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Below are some of the replies that I got about weeding and developing a
new collection. Hopefully, this will help some of you who asked for a reply.

Off the top of my head I'd say the first thing would need to be your
science collection.  I have had the same type of situation (without any
extra funds to supplement my normal budget) and have asked each department
to come in, go through the shelves and mark things - I gave them a sheet
with suggestions for them...I can't recall what all the areas were, but
will look for it at home this evening and write you tomorrow if I find it.
Something like - what in the world is this??? Maybe this would be useful.
Keep only until something is purchased to replace it.  Keep for another
year or two.  KEEP!
If a teacher is responsible for a very small area, they don't seem to mind
helping. If you can have food in your media center, make a party of it...I
did that in one school and got a great response.  I used the anology of a
garden, weeds and them as the gardeners...gloves, tools, the whole works.
A wheel barrow for them to throw the "weeds" in would be great!  Anyway, I
will try to find the sheet I created and send it to you tomorrow.  Good

I would very much recommend that you begin your collection analysis by
sitting down with the district's curriculum.  First and foremost I have
found that a library that supports the curriculum and objects is always
welcome.  I would start with maybe the 500s, or the oldest copyright
section of the nonfiction collection.  Prioritize sections that you know
are heavily used and approximate how many books you would need to
appropriately fill the collection.

 I just finished a research paper on collection mapping.  It seems to be
WONDERFUL to me, but I'm still in grad school (although I taught for 7
years before that).  David Loertscher (San Jose, CA) developed it.  I'll
send you a copy of my paper if you'd like.  It's a LARGE file, so you
might want to look up the research yourself.
 Almost everything you need to know is in the Spring 1985 Drexel Library
Quarterly (vol 29)..... There are three articles in there.  There are also two 
books by
Loertscher.  The latest comes with a disk to help manage what you find:

Loertscher, D.V. (1996). Collection Mapping in the LMC: Building Access in
the World of Technology. Hi Willow Research and Publishing. Castle Rock,
CO: Hi Willow Research and Publishing. A revision of Loertscher's theory
of collection building as schools enter the technology age.

Hi, you might try refering to Senior High  School Library Catalog by H.W.
Wilson and see what they show per Dewey classification. You also might
want to see if any of the curriculum areas/textbooks are changing soon and
you might want material for that area. Before you throw out the 30 yr
books totally, you might want to look into selling them on Ebay. I have
heard it is possible to do that and make some $$$ for new purchases.

 George Anne -- just a quick idea for your "orange" bound volumes.  No one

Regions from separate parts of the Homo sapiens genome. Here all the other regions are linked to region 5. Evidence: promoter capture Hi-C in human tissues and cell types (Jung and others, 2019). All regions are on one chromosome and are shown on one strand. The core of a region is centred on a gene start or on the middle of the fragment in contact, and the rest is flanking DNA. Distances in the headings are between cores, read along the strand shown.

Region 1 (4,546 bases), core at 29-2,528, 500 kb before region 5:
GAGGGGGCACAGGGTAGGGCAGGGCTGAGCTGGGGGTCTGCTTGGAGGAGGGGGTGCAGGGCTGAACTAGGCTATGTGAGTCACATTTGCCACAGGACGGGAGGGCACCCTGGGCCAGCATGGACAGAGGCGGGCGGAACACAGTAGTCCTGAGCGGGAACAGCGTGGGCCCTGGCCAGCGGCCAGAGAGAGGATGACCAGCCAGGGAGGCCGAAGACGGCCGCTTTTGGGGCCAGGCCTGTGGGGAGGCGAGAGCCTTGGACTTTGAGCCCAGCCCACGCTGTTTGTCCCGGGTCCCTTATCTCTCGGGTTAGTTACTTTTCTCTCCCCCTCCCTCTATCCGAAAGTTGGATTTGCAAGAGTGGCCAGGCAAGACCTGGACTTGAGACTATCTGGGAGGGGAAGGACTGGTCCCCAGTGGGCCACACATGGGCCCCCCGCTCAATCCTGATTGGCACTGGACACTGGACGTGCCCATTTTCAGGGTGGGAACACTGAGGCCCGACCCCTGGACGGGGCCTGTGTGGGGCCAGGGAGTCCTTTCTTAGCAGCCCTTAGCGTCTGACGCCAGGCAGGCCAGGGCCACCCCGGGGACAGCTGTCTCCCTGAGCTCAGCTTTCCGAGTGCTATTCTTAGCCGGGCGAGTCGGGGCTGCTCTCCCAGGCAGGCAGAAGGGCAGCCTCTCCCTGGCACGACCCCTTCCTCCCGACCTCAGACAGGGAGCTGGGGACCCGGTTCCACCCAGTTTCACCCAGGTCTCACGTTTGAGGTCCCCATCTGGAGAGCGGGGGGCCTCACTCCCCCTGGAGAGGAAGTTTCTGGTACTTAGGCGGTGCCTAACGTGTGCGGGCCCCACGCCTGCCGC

would check them out in our library either, so we had students design and
draw dust jackets for them.  They are colorful and fun, and they put
synopses on the back (a bonus for picture books, which usually don't have
a synopsis!).  Now they are circulating again.

I bet you could work out a system with the artistic students in your
building. If you have time to ask your faculty for suggestions, they may have
requests from their curricular related periodicals, or lists from
conferences; how adequate do your term paper assigners consider the
quality of what they see in bibliographies?

 If you have lots of time, have you considered a collection map? David
Loertscher wrote "Collection mapping  in the LMC" that gives forms, charts,
directions, and a disk comes with it.  A quicker check would be checking a
classified catalog (Wilson's)for your major topics covered in the curriculum.
 Good luck, and happy spending. I would look at what classes came to do research.  
Weed heavy in
those areas. Buy heavy for those areas.

I would just get rid of the old, bad fiction.  Don't worry about replacing
it all at once.  Ask for donations of paperbacks.  Rely on state award
lists and ALA lists.

Show your super. what books you have to use for several of your students
projects.  Look at number of items per student.  I've spent lots of money
on my reference collection, and have not regretted a penny of it.  My
students know to start there.  It gets them started and most of the time
they really don't need a whole book on a single topic.  Be sure that you
have a copier and lots of Internet connections.
list it will take considerable time but start with the best vendors -
Gale, Greenhaven Press, Franklin Watts (good report books).  Don't forget
good collection development tools like Senior High School Library Catalog.
 If he doesn't want an itemized list I would suggest that you use SLJs
annual report of how much things cost.  I think it's archived on their web

It's a very daunting and difficult project.  I am currently in the same
boat and have found that prioritizing specific sections of the collection
annually is the best way to build it up.  If one had to purchase for the
whole collection annually rather than targeting an area - it would take
many, many years to see the benefits.  Above all else, I very much
emphasize the need for your principal to understand that this cannot be
done without an additional infusion of money to the library.  S/He should
not expect that this can be done with the regular library budget.

Some people use Follett, BT and Mackin to help them evaluate their
collections.  Sometimes the companies waive their fees to get a large
book order.

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